Ten years have elapsed since I resolved to plunge into my memory the ensuing nose rag-like fourteen sonnets written by Garcilaso de la Vega (1503, Toledo, Spain; 1536, Nice, France), with which one can palliate the snot green begotten by the wrack-monger blind Hap, by stubbornness, by the bedeviled industrial Romanticism swilled in Germany and France, by the stilted deaf Providence philosophised by Christianity, and by the uncouth ever-seething heathenism concocted by the warp of our wits. Such are the main themes of his poetry, by the way.

There are, I think, six heads with which one can classify all literary genres, videlicet: Naturalistic Metaphors, Technical Depictions, Endogamic History, Pious Imperialism, Optimistic Evolutionism, Romantic Lyricism, Cosmological Atonement, and Accursed Anarchism. To placate every againsaying fluttering in the mind of my critics, I’ll explain in another text how I fetched these heads from Kantian founts. Garcilaso’s oeuvre orbs each of them. But since my purpose is not to offer an exhaustive study on the versification of the poet, in a breeze I am going to peruse, at least, the first two concepts applied to his well-wrought poetry.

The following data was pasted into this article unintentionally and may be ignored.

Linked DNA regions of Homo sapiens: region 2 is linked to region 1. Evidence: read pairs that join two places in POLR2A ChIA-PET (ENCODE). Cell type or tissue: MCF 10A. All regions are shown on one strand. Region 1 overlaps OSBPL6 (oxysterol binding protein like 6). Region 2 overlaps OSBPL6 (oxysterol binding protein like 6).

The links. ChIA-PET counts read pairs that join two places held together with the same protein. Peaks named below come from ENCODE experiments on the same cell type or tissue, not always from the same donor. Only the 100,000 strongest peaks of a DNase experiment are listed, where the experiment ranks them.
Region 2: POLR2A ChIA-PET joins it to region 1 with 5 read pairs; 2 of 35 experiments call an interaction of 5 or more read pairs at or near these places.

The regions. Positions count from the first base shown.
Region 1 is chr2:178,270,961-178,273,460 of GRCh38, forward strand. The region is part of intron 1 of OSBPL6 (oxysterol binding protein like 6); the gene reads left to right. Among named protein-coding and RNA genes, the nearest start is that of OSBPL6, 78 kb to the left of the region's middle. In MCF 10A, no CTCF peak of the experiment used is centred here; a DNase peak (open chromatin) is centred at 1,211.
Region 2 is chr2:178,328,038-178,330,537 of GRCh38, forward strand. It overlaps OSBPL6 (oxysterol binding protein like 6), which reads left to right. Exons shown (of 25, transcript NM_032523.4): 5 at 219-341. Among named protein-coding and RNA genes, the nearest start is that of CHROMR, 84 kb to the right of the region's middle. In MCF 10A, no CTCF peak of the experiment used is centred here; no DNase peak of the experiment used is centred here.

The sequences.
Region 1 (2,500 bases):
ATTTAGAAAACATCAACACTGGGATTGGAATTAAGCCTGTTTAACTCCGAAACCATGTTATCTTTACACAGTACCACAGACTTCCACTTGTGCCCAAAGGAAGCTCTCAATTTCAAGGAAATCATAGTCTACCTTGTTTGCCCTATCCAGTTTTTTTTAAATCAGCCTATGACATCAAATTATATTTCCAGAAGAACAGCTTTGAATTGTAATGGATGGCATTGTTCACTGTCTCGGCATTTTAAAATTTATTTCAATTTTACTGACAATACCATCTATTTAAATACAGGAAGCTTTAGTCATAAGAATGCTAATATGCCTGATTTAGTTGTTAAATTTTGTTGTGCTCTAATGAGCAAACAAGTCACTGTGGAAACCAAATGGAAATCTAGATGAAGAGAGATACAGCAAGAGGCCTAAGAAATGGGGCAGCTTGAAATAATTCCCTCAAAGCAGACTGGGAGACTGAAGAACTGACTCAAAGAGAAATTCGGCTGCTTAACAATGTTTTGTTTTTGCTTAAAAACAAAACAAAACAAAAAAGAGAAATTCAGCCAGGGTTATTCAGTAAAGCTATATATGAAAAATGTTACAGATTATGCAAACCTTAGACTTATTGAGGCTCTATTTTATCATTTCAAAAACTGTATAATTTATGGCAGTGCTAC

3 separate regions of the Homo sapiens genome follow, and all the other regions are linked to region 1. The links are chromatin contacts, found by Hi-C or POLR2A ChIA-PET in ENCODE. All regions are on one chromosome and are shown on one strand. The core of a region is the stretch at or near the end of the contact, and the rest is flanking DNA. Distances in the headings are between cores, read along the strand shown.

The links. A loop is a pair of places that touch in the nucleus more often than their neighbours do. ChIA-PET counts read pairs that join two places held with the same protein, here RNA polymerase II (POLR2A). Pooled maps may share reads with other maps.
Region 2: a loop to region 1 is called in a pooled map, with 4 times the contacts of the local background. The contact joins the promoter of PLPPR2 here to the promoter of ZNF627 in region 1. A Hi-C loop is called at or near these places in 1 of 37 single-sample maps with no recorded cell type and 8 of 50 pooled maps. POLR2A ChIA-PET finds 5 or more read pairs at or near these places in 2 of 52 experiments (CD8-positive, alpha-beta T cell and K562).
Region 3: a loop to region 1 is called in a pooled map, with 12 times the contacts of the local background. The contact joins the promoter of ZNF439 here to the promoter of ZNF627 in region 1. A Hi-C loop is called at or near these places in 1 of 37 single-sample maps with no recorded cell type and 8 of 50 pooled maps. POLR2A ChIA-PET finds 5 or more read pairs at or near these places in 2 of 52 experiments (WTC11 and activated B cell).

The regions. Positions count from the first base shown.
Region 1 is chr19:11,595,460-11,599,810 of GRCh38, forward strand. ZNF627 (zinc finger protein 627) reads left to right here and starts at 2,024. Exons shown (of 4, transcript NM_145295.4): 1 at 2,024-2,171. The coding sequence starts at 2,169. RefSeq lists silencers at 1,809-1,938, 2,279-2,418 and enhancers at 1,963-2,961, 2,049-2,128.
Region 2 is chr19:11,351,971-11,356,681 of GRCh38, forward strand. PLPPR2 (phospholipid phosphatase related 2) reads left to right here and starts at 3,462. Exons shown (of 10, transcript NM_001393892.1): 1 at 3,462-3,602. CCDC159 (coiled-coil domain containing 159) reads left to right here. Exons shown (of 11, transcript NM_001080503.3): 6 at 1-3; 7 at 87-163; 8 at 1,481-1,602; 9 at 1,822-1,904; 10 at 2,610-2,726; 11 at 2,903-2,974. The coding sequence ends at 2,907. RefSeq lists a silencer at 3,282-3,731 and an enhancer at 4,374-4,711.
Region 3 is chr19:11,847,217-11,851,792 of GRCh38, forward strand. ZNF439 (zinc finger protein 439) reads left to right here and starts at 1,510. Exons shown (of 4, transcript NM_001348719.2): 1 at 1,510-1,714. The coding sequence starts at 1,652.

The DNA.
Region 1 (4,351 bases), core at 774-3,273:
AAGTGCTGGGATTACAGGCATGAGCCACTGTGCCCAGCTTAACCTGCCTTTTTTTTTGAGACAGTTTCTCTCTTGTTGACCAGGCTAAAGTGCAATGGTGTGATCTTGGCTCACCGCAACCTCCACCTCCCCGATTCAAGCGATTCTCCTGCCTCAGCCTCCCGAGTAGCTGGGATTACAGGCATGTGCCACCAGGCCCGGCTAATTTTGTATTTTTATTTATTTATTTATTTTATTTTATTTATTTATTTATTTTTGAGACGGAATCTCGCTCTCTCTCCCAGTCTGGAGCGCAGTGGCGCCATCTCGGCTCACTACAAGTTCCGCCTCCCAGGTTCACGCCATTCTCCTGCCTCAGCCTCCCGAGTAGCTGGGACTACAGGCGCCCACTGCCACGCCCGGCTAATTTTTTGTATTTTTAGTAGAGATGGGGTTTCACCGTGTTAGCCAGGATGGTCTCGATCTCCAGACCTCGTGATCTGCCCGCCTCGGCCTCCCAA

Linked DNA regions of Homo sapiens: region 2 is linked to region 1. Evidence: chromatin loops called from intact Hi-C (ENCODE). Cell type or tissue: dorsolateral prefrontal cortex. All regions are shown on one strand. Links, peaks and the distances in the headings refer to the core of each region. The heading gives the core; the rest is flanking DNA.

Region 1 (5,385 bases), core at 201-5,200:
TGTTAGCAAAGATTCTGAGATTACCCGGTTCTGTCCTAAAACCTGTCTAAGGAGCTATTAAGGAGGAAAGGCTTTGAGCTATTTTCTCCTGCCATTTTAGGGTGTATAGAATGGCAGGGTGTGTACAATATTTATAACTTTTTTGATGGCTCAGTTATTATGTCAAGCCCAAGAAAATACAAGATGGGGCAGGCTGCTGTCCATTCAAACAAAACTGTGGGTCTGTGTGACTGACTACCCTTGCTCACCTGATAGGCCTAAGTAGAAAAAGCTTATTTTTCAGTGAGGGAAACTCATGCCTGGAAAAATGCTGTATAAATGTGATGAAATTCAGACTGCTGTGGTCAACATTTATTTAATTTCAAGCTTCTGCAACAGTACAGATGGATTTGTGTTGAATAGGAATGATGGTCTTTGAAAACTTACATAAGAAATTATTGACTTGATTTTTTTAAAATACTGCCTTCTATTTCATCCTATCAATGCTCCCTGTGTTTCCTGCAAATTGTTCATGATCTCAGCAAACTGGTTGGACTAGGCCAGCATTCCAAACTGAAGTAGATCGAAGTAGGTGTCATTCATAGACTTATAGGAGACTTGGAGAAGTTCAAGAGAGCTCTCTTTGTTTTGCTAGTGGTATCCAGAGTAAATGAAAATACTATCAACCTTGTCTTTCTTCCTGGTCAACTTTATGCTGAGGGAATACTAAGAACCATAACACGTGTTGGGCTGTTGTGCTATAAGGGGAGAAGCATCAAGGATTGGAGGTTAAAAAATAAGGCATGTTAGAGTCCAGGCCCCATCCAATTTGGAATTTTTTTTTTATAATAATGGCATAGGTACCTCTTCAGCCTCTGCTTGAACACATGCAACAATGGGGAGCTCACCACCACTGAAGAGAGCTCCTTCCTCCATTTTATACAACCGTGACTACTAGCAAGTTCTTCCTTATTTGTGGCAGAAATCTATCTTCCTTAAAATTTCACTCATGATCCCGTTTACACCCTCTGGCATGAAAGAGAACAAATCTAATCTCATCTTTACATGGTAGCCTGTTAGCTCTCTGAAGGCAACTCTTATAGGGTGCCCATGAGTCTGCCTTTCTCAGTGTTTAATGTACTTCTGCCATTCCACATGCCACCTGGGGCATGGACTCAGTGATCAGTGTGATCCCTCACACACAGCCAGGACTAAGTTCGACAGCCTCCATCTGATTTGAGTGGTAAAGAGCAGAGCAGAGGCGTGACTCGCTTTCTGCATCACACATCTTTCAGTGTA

A skald of note has the accruing sleight to clad compounded things in oneness. This literary sleight might be named “Naturalistic Metaphor”. One can say, for instance, “springtime” or “wintertime” in order to announce a change displayed by nature. But if I efface the hollow suffix “-time” and embrace that of “-tide”, as in “springtide” or “nighttide” (do ye remember this verse of Tennyson: “the great Sun-Star of morning-tide”?), then each flower, tree, star or shadow becomes a bit of the wholeness of a system. A second was transmogrified into a wave.

To read the full text with sonnets: Fourteen Sonnets of Garcilaso de la Vega


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